While the evidence we have presented thus far suggests that specific cellular interactions and cytokines present in the lymph node at the time of priming could form a population of cells with the potential to become TRM cells, an early development pathway completely unique to TRM remains unlikely. Traditional cell surface markers and functional characteristics associated with Teff cells or TEM, such as low levels of CD62L expression, are indistinguishable from TRM early after infection. Moreover, the prototypical TRM cell surface marker, CD103, does not appear until after a certain period of tissue residency in the epidermis (14). Interestingly, TRM populations in the skin require the expression of CXCR3 for entry into the epithelium and subsequent TRM differentiation as cells lacking CXCR3 remained largely outside of the epidermis and TRM recovered from the skin were numerically reduced. Conversely, mice lacking CCR7 expression have CD8+ Teffs, which fail to leave the skin via the lymphatics and harbor larger numbers of TRM cells, suggesting environmental factors are required for complete TRM development (14). Signals encountered in the MdLN after respiratory infection likely generate a population of Teff cells with the potential to enter the lung and fully develop into true TRM cells. However, CD8+ T cells isolated from the respiratory tract phenotypically resemble TEM cells, TRM cells, and terminally differentiated SLECs (our unpublished observations), suggesting not all Teff that enter the lung become TRM. More likely, cells immigrating to the respiratory tract enter as a common TEM/RM precursor (Figure 1A). This common TEM/RM precursor population is likely primed by CD103+ DCs, expresses high levels of CD25, and encounters intermediate levels of IL-12, akin to the development of TEM cells. Therefore, TRM and TEM cells may share similar early developmental pathways, with later signals in the lung further differentiating and diverting true TRM from a common TEM/RM precursor. Indeed, evidence supports the development of a common TEM/TRM precursor. As previously noted, the development of TEM cells is dependent on IL-2 (and not IL-15) (41) and IL-15 is also dispensable for CD8+ Tmem that develops following a respiratory infection (42), which generates substantial TRM compared to systemic infection (20). In contrast, systemic infections produce large amounts of TCM cells, and Tmem in these infections require IL-15 for maintenance over time (43). Although the evidence suggests a common developmental pathway for TEM and TRM cells after initial activation in the lymph node, the possibility remains that they are distinct lineages by the time of lymph node egress (Figure 1B), identifiable by phenotypic markers or gene expression patterns yet to be discovered. Nonetheless, the full commitment to the TRM lineage will continue in the specific peripheral tissue, where these cells will be retained.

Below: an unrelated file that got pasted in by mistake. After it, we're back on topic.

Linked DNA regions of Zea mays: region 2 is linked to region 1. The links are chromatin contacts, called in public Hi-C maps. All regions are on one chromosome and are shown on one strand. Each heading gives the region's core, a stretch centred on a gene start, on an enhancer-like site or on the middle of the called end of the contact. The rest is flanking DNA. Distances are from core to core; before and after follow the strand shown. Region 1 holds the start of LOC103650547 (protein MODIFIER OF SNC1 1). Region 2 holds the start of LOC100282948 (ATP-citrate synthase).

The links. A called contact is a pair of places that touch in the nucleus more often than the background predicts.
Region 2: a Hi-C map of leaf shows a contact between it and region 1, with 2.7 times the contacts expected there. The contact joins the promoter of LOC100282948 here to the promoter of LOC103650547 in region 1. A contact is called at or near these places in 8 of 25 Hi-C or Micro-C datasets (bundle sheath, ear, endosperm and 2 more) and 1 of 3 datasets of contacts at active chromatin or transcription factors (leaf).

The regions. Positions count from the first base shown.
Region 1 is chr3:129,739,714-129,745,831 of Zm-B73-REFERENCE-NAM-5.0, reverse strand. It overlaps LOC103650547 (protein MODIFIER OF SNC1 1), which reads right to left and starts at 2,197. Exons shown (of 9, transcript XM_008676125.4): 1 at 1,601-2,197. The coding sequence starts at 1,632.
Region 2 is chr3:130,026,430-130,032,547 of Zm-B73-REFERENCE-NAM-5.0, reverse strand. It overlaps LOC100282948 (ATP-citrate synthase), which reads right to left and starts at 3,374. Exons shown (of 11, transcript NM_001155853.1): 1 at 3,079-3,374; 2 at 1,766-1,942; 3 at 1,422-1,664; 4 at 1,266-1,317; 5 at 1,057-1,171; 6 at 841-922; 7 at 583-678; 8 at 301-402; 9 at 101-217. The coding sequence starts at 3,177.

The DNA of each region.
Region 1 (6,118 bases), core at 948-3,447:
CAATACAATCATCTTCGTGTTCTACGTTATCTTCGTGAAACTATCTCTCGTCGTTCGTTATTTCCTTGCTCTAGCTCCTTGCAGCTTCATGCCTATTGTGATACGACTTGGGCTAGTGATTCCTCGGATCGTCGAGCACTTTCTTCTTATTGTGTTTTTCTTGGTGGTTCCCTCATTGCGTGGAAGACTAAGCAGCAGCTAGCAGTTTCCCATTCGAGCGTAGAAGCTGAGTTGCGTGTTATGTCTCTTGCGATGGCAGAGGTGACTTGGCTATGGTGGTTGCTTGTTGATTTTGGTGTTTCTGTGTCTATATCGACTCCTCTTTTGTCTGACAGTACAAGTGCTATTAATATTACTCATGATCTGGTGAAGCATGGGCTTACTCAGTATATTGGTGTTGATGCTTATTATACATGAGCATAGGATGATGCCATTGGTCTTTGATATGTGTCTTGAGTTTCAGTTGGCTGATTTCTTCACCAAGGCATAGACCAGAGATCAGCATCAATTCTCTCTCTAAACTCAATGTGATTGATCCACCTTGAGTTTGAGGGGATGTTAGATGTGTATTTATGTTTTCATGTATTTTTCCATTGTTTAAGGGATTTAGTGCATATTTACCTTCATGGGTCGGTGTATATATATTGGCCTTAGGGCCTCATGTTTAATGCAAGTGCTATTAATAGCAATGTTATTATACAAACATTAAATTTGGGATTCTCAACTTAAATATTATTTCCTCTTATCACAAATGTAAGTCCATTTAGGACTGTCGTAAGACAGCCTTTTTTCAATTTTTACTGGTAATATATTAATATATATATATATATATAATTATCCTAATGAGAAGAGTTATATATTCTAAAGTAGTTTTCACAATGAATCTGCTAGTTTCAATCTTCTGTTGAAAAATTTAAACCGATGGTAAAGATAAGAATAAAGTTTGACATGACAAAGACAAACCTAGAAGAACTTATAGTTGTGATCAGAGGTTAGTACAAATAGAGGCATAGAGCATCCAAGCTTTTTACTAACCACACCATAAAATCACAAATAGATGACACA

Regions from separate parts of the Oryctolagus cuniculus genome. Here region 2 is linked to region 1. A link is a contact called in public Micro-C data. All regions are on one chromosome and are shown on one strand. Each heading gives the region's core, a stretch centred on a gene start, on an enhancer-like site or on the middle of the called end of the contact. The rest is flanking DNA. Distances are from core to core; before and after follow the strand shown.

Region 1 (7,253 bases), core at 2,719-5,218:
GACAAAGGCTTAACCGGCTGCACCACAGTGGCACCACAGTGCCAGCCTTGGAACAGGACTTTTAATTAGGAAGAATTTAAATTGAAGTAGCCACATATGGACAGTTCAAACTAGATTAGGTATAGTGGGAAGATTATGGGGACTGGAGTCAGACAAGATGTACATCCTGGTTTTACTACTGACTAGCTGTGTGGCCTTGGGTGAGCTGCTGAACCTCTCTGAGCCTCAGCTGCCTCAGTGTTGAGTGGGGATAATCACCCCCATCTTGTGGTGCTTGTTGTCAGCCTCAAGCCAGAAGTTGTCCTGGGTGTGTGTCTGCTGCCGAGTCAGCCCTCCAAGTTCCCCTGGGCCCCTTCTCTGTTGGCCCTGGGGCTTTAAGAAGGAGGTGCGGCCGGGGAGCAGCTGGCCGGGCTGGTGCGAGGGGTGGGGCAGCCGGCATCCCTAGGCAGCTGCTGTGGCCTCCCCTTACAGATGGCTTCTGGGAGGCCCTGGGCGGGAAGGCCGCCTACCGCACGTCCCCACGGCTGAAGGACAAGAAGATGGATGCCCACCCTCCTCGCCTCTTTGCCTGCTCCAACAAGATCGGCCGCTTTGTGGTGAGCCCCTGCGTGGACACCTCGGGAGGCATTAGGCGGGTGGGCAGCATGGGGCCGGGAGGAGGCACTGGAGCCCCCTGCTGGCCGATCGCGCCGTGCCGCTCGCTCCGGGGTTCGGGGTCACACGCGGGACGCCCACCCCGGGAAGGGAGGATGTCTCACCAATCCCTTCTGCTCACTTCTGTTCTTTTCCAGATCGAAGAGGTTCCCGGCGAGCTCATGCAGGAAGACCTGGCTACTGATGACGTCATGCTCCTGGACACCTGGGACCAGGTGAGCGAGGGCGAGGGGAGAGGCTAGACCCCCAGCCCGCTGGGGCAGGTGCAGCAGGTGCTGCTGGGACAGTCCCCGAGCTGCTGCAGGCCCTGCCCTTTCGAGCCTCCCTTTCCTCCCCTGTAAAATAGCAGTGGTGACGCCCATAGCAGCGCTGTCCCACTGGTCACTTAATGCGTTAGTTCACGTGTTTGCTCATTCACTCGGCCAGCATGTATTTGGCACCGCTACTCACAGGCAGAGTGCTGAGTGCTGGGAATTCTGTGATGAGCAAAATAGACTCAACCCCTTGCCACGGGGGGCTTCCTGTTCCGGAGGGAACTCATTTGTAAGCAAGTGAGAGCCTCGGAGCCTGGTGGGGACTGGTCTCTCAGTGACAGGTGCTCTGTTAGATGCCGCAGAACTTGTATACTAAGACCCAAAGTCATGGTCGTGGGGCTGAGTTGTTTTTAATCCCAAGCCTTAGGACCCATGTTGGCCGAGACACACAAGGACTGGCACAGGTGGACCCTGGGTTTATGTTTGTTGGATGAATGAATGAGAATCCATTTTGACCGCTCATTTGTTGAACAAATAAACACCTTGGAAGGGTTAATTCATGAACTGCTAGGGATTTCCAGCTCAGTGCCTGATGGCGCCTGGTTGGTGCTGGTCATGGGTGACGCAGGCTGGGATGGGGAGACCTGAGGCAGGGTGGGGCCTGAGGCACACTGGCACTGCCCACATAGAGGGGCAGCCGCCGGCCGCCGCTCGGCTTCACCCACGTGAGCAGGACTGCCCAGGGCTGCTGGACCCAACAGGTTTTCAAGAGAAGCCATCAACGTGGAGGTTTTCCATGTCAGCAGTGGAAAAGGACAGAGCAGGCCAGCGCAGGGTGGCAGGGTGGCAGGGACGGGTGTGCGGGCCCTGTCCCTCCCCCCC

Environmental Signals Commit TEM/TRM Precursor Cells to a TRM Lineage
If T cell priming in the MdLN results in the migration of a common TEM/RM precursor population of cells to the lung, what factors in the lung facilitate the development of “full-fledged” TRM cells? At the site of infection multiple factors will continue to influence emigrating TEM/RM precursors. Evidence in cutaneous infection models suggests that commitment to the TRM lineage is a two-step process characterized by the sequential up-regulation of Bcl-2 and CD69, followed by CD103 (14). This suggests that T cells first acquire a memory phenotype, or an increased chance of survival, prior to differentiating into TRM cells based on the current TRM phenotypic markers. This section will discuss the respiratory factors that influence the transition to a memory phenotype and specific environmental components present in the lung that polarize these anti-viral CD8+ T cells toward a TRM lineage.
The inflammatory environment of the lung
The pioneer Teff cells immigrating to the lung arrive ~5–6 days after initial respiratory infection. Prior to their arrival, innate immune cells have accumulated, keeping viral titers low, and as a result, some local tissue damage has occurred via cytolysis of infected epithelial cells, affecting barrier function. The inflammatory effects of this local immune response in the lung are still very present at the time of T cell entry, and can influence the development of TRM cells. However, since anti-influenza Teff migrate to the lung asynchronously over several days (peaking at ~10 days post viral infection), all T cells do not encounter equivalent levels of inflammation which will likely affect the fate of individual Teff clones.